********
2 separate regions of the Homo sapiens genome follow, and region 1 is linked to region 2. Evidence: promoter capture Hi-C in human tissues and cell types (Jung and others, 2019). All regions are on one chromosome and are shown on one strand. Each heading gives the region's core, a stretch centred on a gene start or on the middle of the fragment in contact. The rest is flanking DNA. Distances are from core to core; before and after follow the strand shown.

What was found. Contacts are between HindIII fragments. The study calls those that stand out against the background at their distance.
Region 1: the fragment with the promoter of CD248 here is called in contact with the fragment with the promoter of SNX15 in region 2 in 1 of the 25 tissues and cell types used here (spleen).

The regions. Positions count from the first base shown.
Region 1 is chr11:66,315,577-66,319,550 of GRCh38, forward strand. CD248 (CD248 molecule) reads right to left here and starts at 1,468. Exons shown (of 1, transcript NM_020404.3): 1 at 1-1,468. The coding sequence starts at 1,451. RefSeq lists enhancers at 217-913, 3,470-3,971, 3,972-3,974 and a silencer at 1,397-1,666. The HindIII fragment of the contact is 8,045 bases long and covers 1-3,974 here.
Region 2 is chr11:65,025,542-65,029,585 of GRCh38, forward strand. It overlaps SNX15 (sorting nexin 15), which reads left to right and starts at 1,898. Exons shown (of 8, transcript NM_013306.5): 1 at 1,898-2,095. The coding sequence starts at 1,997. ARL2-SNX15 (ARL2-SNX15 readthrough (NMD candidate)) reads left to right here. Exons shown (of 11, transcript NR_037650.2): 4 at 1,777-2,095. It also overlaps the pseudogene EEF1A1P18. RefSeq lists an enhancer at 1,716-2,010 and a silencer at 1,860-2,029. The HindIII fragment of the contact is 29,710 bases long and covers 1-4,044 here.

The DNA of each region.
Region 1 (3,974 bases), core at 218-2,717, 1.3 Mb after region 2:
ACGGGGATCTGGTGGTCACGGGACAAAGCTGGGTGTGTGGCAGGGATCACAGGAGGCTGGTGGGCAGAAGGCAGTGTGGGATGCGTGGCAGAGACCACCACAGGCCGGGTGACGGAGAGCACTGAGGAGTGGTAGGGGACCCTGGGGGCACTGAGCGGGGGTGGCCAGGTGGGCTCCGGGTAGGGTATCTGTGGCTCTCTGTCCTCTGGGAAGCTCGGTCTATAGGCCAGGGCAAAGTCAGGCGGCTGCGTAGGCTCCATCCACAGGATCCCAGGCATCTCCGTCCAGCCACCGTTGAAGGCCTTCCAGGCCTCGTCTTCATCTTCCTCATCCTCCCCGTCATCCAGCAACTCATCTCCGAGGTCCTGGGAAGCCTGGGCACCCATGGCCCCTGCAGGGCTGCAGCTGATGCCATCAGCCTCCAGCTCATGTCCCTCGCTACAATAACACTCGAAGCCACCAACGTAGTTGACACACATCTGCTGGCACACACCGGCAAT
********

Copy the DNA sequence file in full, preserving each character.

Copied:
2 separate regions of the Homo sapiens genome follow, and region 1 is linked to region 2. Evidence: promoter capture Hi-C in human tissues and cell types (Jung and others, 2019). All regions are on one chromosome and are shown on one strand. Each heading gives the region's core, a stretch centred on a gene start or on the middle of the fragment in contact. The rest is flanking DNA. Distances are from core to core; before and after follow the strand shown.

What was found. Contacts are between HindIII fragments. The study calls those that stand out against the background at their distance.
Region 1: the fragment with the promoter of CD248 here is called in contact with the fragment with the promoter of SNX15 in region 2 in 1 of the 25 tissues and cell types used here (spleen).

The regions. Positions count from the first base shown.
Region 1 is chr11:66,315,577-66,319,550 of GRCh38, forward strand. CD248 (CD248 molecule) reads right to left here and starts at 1,468. Exons shown (of 1, transcript NM_020404.3): 1 at 1-1,468. The coding sequence starts at 1,451. RefSeq lists enhancers at 217-913, 3,470-3,971, 3,972-3,974 and a silencer at 1,397-1,666. The HindIII fragment of the contact is 8,045 bases long and covers 1-3,974 here.
Region 2 is chr11:65,025,542-65,029,585 of GRCh38, forward strand. It overlaps SNX15 (sorting nexin 15), which reads left to right and starts at 1,898. Exons shown (of 8, transcript NM_013306.5): 1 at 1,898-2,095. The coding sequence starts at 1,997. ARL2-SNX15 (ARL2-SNX15 readthrough (NMD candidate)) reads left to right here. Exons shown (of 11, transcript NR_037650.2): 4 at 1,777-2,095. It also overlaps the pseudogene EEF1A1P18. RefSeq lists an enhancer at 1,716-2,010 and a silencer at 1,860-2,029. The HindIII fragment of the contact is 29,710 bases long and covers 1-4,044 here.

The DNA of each region.
Region 1 (3,974 bases), core at 218-2,717, 1.3 Mb after region 2:
ACGGGGATCTGGTGGTCACGGGACAAAGCTGGGTGTGTGGCAGGGATCACAGGAGGCTGGTGGGCAGAAGGCAGTGTGGGATGCGTGGCAGAGACCACCACAGGCCGGGTGACGGAGAGCACTGAGGAGTGGTAGGGGACCCTGGGGGCACTGAGCGGGGGTGGCCAGGTGGGCTCCGGGTAGGGTATCTGTGGCTCTCTGTCCTCTGGGAAGCTCGGTCTATAGGCCAGGGCAAAGTCAGGCGGCTGCGTAGGCTCCATCCACAGGATCCCAGGCATCTCCGTCCAGCCACCGTTGAAGGCCTTCCAGGCCTCGTCTTCATCTTCCTCATCCTCCCCGTCATCCAGCAACTCATCTCCGAGGTCCTGGGAAGCCTGGGCACCCATGGCCCCTGCAGGGCTGCAGCTGATGCCATCAGCCTCCAGCTCATGTCCCTCGCTACAATAACACTCGAAGCCACCAACGTAGTTGACACACATCTGCTGGCACACACCGGCAAT